Many thanks to SWLing Post contributor and intrepid Ultralight DXer, Gary DeBock, who shares this DXpedition summary with recordings:
Kona, Hawaii DXpedition– Pacific Island Results
by Gary DeBock
From December 17-20 a Mini-DXpedition was conducted in Kona, Hawaii with a 5 inch (13cm) “Frequent Flyer” FSL antenna and a 7.5 inch (19cm) loopstick C.Crane Skywave Ultralight radio.
The FSL antenna was a new type designed to easily pass through TSA security checkpoints at airports, and provide inductive coupling gain roughly similar to that of a 4 foot air core box loop. South Pacific island reception was generally good from 0630-0800 UTC daily, but usually became problematic after that when powerful Asian stations tended to drown out the exotic Pacific island stations as sunset progressed over Japan, Korea and China. By 0900 daily only the most powerful Pacific island stations on 621, 846, 1098 and 1440 had much of a chance of surviving the Asian signal onslaught, and even some of those were drowned out. During a similar visit to Kona, Hawaii with identical gear in April (DXing at the same motel) the Pacific island stations were generally stronger, and had no co-channel competition from the Asians from 0800-1030 UTC. As such the South Pacific results during this trip were slightly down from April, although there were still plenty of strong signals to record.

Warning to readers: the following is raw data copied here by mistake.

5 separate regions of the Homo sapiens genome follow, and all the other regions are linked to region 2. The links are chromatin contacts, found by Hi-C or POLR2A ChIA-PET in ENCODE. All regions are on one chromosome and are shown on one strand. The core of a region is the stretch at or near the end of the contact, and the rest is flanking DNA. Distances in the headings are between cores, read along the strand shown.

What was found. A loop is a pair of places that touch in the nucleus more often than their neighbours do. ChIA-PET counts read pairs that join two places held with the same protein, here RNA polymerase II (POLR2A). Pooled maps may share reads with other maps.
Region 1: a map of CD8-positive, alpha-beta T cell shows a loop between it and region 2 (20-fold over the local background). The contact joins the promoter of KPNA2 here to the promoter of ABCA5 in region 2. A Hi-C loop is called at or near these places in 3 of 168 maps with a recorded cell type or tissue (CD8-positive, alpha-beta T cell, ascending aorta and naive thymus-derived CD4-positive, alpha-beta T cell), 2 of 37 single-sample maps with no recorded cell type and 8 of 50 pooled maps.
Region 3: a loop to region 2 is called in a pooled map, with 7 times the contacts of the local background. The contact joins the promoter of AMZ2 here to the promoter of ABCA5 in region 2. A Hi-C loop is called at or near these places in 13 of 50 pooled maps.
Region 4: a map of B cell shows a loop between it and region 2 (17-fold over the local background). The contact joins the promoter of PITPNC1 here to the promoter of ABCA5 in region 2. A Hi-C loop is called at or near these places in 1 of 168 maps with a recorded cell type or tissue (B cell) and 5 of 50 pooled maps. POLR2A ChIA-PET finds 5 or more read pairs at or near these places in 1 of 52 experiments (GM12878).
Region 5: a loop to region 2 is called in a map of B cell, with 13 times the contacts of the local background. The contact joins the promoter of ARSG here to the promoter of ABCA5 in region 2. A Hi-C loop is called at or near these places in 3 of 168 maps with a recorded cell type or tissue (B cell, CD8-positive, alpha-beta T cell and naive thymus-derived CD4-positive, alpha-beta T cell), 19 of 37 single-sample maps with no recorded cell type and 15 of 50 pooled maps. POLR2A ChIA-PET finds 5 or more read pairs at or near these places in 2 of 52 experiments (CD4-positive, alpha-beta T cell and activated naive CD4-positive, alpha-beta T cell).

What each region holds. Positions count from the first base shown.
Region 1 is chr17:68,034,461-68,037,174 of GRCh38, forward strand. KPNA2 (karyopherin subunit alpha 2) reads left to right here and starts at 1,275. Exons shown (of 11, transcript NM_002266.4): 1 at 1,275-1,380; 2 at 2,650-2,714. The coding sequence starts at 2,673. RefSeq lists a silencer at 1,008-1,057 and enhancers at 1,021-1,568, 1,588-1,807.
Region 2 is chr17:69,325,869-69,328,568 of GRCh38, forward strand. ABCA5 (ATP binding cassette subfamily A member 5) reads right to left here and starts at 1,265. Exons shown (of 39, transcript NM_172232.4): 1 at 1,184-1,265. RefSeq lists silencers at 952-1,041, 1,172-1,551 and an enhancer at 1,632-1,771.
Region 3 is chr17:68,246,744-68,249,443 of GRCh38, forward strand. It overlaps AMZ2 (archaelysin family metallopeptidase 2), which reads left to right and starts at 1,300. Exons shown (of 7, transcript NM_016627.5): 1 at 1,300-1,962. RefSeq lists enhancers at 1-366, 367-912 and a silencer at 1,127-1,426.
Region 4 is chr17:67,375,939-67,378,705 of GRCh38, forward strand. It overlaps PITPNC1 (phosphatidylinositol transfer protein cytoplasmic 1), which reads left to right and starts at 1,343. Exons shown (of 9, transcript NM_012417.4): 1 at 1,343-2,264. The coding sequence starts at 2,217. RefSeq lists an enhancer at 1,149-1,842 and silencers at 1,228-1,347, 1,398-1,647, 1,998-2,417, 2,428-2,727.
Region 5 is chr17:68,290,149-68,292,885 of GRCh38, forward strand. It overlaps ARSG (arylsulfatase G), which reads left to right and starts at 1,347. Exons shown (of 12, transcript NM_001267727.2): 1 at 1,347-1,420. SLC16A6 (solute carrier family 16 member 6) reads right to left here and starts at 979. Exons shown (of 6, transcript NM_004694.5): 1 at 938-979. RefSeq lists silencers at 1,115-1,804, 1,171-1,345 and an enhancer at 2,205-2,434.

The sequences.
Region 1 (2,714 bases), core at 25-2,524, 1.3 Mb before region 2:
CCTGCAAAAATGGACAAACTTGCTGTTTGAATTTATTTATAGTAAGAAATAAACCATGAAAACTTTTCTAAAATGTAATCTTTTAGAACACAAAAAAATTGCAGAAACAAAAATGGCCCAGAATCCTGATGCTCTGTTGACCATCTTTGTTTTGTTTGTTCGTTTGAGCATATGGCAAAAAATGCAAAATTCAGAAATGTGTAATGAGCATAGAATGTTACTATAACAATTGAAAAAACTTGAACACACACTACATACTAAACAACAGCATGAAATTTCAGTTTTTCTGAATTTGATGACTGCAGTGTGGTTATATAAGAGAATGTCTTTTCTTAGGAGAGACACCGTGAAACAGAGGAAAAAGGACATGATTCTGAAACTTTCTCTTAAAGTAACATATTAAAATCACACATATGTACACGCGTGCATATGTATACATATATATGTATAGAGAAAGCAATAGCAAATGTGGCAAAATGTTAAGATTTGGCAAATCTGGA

The new 846-Kiribati on Christmas Island was a star performer as the strongest island DU station, with local-like signals shortly after the Hawaiian sunset each evening. Despite this it had an intermittent transmitter cutout issue, with the signal failing to transmit at odd intervals (including one stretch with six signal dropouts within one minute, as documented in an MP3 linked below). In addition 846-Christmas Island’s programming had a variable time delay with that of distant 1440-Kiribati in Tarawa, with both a 19-second and 35 second time delay noted. This may be related to the transmitter cutout issue, with the time delay changing after a major dropout. DXers looking for a parallel with 1440 should keep this programming quirk in mind. Although both 846 and 1440-Kiribati signed off at the usual 0936 UTC time on the first couple days of the trip, they had both switched to a 1009 UTC sign off on the last couple of days. Whether this is a permanent programming change is unknown, but the loud 1000 Hz audio tone is still being broadcast before power is cut, resulting in a very easy way to distinguish the stations at sign off time (even in heavy domestic QRM).
846 and 1440 weren’t the only exotic DU’s with transmitter issues. 621-Tuvalu came down with distorted audio on December 18th, a problem which got worse and worse on the remaining two days. By the last day it was sounding very garbled, making a bizarre combination with 621-Voice of Korea’s buzzing Japanese service transmitter. Whether 621-Tuvalu has repaired its garbled audio is also unknown.